Open Access

Complex hydrocephalus (combination of communicating and obstructive type): an important cause of failed endoscopic third ventriculostomy

  • Yad Ram Yadav1Email author,
  • Gaurav Mukerji1, 2,
  • Vijay Parihar1,
  • Mallika Sinha1 and
  • Sanjay Pandey3
BMC Research Notes20092:137

DOI: 10.1186/1756-0500-2-137

Received: 02 November 2008

Accepted: 16 July 2009

Published: 16 July 2009

Abstract

Background

Hydrocephalus can be classified as purely obstructive, purely communicating or due to combinations of pathologies (obstruction in addition to defective absorption). Endoscopic third ventriculostomy (ETV) as an alternative to shunt procedures is an established treatment for obstructive hydrocephalus. However, patients who have combination of pathologies (complex hydrocephalus) could result in failure of ETV in spite of a patent stoma. The aim of this study was to prospectively evaluate the incidence of complex hydrocephalus in patients with obstructive hydrocephalus who failed an endoscopic third ventriculostomy.

Findings

Seventy one patients of obstructive hydrocephalus who underwent ETV in our institution were included in this study. Aetiology of hydrocephalus included congenital aqueductal stenosis in 42 and tubercular meningitis (TBM) in 29 patients. Failure of ETV was seen in 15 (21%) patients. These 15 patients included 6 (14.3%) from the congenital group and 9 (31.0%) patients from the TBM group. Iohexol CT ventriculography confirmed a patent stoma (suggesting a complex hydrocephalus) in 10 (66.7%) out of the 15 failed ETV cases. The incidence of complex hydrocephalus was more common in TBM group (8/29 patients, 27.60%) compared to congenital group (2/42 patients, 4.8%). The complex hydrocephalus patients with a patent ETV stoma were successfully managed by a lumbar peritoneal (LP) shunt.

Conclusion

Ten out of the 71 patients (14%) with obstructive hydrocephalus who underwent an ETV had a complex hydrocephalus, which was the major (66.7%) cause for failure of ETV. Improving methods to detect the exact type of hydrocephalus pre-operatively could increase success rate of ETV and avoid an unnecessary operative procedure (ETV).

Background

Hydrocephalus can be communicating, obstructive, or a combination of both. Understanding the basic pathology or the combination of pathologies leading to hydrocephalus in a given patient is essential to decide the best treatment option [1]. Patients with communicating hydrocephalus can be managed with a lumbar peritoneal (LP) shunt [2]. While, in purely obstructive hydrocephalus, an endoscopic third ventriculostomy (ETV) is a preferred option, as an alternative to ventriculoperitoneal (VP)/ventriculoatrial (VA) shunting [1, 3]. In some cases, despite a functioning/patent stoma after an ETV, there is no clinical improvement and patients present with persistently raised intracranial pressure (ICP). In such cases, a combination of obstruction with defective absorption may be responsible for their clinical features. This entity with combination of pathologies is referred to as complex hydrocephalus. Complex hydrocephalus is an important cause of failed ETV despite of patent stoma. Complex hydrocephalus can be further sub-classified as temporary or permanent based on whether the defective absorption and/or defective permeation of CSF through subarachnoid space (SAS) is transient or persistent [1, 4, 5]. Repeated Lumbar Punctures could solve the problem if it is due to the temporary pathology [4]. A LP shunt or VP shunt will be required in patients with failed ETV with patent stoma having persistent defect in CSF hydrodynamics [1].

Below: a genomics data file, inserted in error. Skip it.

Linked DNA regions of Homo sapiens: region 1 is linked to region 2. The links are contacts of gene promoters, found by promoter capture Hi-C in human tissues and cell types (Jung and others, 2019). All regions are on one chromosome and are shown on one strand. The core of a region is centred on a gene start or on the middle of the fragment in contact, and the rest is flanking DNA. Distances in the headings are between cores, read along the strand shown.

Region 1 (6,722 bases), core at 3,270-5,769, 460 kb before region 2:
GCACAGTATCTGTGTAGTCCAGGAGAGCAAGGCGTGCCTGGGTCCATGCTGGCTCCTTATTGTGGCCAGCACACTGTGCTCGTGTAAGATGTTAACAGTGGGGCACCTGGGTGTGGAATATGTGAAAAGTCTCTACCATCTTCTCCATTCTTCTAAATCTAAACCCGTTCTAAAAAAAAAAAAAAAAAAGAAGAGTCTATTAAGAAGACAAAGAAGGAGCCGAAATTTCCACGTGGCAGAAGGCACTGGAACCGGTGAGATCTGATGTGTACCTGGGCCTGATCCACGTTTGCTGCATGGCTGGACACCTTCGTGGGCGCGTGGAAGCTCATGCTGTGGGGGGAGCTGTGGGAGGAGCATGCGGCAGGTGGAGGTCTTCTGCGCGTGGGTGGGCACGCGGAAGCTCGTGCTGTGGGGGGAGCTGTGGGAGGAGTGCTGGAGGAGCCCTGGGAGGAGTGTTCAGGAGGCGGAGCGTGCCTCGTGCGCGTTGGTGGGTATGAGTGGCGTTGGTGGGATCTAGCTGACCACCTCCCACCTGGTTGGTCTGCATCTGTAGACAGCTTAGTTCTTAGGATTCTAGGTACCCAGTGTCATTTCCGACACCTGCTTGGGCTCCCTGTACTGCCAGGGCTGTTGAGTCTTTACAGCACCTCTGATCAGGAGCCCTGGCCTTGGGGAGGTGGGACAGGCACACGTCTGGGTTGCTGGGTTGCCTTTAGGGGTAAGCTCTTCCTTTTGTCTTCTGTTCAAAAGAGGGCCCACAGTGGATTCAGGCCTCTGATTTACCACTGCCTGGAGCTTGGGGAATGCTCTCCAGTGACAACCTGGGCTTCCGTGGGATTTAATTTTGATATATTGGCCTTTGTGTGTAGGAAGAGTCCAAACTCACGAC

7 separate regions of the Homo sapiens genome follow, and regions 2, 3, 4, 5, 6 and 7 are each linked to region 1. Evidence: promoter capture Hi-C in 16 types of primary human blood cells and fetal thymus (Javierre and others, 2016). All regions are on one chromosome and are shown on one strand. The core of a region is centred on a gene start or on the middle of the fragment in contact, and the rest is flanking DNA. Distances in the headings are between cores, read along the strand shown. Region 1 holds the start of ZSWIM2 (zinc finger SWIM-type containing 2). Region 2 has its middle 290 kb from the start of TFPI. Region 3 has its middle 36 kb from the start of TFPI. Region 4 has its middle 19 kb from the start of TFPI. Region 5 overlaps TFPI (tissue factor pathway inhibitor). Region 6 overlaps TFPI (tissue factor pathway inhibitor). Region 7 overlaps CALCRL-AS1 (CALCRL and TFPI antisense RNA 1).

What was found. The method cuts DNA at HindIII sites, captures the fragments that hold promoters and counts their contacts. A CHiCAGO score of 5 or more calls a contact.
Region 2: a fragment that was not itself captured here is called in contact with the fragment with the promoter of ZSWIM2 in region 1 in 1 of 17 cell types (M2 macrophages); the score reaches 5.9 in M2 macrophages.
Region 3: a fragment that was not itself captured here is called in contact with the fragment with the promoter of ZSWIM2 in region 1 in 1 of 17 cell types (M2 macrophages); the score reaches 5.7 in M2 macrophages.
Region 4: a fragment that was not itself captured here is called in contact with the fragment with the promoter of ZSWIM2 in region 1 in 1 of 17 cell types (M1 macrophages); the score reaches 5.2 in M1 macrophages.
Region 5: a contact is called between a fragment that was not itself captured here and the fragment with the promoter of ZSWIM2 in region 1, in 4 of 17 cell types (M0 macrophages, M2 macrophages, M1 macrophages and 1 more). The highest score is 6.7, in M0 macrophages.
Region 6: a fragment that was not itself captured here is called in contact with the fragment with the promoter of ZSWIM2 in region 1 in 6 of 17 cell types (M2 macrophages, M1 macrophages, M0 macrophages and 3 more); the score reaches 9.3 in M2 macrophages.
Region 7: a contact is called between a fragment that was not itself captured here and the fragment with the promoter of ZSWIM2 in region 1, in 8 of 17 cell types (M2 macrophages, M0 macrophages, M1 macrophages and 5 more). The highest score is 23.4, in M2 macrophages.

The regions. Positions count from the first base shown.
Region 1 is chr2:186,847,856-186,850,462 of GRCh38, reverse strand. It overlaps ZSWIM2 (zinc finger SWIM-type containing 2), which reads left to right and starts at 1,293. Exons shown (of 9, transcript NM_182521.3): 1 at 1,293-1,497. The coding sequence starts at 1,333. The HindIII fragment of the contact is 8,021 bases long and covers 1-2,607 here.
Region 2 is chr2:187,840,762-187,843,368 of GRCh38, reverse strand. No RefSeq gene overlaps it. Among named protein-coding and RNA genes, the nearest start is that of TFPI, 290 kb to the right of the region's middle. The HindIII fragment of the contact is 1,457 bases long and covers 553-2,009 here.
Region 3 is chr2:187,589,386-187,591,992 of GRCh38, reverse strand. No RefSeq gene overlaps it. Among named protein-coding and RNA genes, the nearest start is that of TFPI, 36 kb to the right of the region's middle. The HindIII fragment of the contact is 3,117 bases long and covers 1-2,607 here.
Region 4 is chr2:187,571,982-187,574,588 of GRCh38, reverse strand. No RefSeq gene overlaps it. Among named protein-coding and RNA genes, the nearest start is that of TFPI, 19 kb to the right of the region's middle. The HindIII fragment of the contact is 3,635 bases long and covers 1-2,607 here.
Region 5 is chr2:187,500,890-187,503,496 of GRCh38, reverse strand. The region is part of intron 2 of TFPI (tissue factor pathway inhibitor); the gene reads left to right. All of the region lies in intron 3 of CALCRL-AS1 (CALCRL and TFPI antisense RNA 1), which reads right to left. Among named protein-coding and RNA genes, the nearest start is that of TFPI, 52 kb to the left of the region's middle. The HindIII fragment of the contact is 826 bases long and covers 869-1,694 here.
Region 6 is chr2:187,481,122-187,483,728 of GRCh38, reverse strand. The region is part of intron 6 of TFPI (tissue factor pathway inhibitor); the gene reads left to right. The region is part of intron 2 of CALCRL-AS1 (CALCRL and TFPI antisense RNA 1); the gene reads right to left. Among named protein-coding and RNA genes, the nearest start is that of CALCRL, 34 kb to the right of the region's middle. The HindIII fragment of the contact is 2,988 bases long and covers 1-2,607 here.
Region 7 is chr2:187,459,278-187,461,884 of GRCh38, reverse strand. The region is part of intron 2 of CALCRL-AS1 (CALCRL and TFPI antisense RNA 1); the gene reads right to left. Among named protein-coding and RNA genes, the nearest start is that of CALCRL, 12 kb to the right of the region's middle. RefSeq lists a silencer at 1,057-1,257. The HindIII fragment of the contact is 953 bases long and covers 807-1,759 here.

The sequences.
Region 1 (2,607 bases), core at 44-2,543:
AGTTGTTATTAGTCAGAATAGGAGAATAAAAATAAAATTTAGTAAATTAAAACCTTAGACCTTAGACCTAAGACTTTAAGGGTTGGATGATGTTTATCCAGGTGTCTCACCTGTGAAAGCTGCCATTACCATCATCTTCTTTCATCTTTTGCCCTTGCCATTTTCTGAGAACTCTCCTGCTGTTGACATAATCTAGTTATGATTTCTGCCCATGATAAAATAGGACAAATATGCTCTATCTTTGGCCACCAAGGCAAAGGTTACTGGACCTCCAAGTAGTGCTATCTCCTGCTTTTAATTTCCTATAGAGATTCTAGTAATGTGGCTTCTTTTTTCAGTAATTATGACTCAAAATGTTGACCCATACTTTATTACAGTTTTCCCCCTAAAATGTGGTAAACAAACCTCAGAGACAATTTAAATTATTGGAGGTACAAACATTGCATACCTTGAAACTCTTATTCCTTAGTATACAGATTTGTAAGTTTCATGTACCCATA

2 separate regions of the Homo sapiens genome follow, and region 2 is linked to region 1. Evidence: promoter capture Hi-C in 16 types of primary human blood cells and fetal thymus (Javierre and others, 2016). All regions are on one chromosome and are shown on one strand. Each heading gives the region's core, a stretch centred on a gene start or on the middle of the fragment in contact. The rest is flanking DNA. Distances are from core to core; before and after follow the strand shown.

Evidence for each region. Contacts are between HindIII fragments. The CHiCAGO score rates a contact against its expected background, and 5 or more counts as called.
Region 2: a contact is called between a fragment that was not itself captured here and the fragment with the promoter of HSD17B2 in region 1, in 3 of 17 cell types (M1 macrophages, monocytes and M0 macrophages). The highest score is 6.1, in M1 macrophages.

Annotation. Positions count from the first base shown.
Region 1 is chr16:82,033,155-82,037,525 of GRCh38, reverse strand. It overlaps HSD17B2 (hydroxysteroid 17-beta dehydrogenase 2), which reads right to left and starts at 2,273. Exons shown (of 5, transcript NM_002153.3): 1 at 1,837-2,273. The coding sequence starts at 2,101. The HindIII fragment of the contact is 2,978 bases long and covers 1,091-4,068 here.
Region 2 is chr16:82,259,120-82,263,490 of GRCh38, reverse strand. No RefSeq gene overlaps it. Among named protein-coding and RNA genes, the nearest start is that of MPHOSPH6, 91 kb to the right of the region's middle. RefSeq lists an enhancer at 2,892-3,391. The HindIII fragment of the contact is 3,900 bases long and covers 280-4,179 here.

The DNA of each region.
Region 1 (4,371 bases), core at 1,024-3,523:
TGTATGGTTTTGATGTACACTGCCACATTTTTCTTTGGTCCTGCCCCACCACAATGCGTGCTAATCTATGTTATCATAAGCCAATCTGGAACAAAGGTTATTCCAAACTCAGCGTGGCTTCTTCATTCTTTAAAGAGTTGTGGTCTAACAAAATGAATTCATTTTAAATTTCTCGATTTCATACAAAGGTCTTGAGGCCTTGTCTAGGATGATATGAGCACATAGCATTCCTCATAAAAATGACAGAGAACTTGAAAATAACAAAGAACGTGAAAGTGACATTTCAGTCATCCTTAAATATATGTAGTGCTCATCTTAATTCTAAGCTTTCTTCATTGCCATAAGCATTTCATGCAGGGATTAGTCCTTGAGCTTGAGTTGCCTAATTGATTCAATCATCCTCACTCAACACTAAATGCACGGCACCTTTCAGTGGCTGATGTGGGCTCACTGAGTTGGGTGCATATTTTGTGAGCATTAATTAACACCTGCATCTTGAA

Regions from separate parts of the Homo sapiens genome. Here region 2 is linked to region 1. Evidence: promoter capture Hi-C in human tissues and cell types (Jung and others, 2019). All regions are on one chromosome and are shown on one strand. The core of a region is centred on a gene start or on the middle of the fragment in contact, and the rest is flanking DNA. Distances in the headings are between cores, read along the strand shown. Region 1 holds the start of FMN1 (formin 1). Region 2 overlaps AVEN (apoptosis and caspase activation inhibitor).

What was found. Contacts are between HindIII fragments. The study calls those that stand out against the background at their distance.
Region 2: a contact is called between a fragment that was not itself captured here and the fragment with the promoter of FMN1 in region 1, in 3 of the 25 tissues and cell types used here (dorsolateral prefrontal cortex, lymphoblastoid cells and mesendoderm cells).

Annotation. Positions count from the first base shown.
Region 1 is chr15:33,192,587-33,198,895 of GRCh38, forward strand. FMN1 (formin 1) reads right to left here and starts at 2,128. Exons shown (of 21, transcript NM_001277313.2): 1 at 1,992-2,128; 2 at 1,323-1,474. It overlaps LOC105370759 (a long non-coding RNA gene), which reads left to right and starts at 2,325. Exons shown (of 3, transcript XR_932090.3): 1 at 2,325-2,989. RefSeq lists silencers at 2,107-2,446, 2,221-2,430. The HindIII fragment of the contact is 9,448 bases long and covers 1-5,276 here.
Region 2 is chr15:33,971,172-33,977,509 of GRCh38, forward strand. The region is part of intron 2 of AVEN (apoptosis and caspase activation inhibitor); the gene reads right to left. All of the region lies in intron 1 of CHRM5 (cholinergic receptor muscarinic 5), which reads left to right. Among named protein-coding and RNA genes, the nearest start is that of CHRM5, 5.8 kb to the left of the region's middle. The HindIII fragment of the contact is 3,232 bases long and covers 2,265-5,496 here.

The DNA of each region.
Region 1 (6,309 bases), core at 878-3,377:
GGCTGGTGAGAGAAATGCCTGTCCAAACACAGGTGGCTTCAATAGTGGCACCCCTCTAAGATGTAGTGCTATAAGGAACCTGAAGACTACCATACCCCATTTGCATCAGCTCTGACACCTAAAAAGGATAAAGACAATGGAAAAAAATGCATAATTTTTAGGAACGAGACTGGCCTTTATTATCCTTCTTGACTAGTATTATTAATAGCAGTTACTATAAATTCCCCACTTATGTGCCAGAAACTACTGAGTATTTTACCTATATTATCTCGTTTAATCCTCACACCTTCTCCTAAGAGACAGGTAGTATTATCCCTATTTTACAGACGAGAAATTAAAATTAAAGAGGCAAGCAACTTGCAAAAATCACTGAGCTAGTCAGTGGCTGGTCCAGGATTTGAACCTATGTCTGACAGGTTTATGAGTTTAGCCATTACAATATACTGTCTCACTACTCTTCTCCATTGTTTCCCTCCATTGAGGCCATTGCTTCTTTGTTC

The entity of complex hydrocephalus has been previously described [1, 4, 5], but none of the studies has reported its incidence. In this study, we evaluated the incidence of complex hydrocephalus in patients with obstructive hydrocephalus who failed an endoscopic third ventriculostomy.

Materials and methods

In this prospective study, patients with obstructive hydrocephalus who underwent ETV in our institution during a two year period from July 2005 to June 2007 were included. The study was approved by the ethics committee of NSCB Medical College. Written consent was obtained from all the patients or their legal representative. A detailed history was taken and a thorough physical examination was performed in all the cases. The diagnosis was confirmed by a CT scan pre-operatively in all the patients. Due to resource constraints, MRI scan could be done in 45 patients only.

ETV was performed using the standard procedure [6]. Stoma of 5 mm or more was made in all cases. The patients were evaluated postoperatively by CT and/or MRI scans. Complications such as infection, CSF leak and failure of procedure were assessed. ETV was considered clinically successful when anterior fontanelle was depressed or flushed to the adjoining scalp (in infants) and/or patients improved clinically.

Repeated lumbar punctures were done for 15 post operative days to relieve pressure in patients with persistent raised ICP. ETV was considered a failure when there was persistent or progressive dilatation of ventricles with persistently raised ICP. Iohexol ventriculography was performed in all failed ETV cases. A patent stoma was confirmed when good amount of dye in basal cisterns were observed (Figure 1). LP shunt was performed in cases with patent stoma and persistently raised ICP for more than 10–15 days even after 3–5 lumbar punctures. Repeat ETV was done in patients with blocked stoma. Repeated lumbar punctures were done in patients with CSF leak. LP shunt was done when the leak did not stop after repeated lumbar puncture over 7–10 days time. Repeat skin sutures were also applied if needed.
https://static-content.springer.com/image/art%3A10.1186%2F1756-0500-2-137/MediaObjects/13104_2008_Article_275_Fig1_HTML.jpg
Figure 1

Patent stoma in patient with failed ETV. Iohexol CT ventriculography of failed endoscopic third ventriculostomy patient showing dilated lateral and third ventricles with good amount of dye in basal cisterns and subarachnoid space at atlas region.

Results

Patient population

A total of 71 patients with obstructive hydrocephalus underwent ETV during the period from July 2005 to June 2007. Age of the patients ranged from 3 months to 76 years. Fifty-two patients (73.2%) were of the age group 18 years and below. There was no difference in the incidence of complex hydrocephalus in various age groups. Aetiology of hydrocephalus included congenital aqueductal stenosis in 42 and tubercular meningitis (TBM) in 29 patients.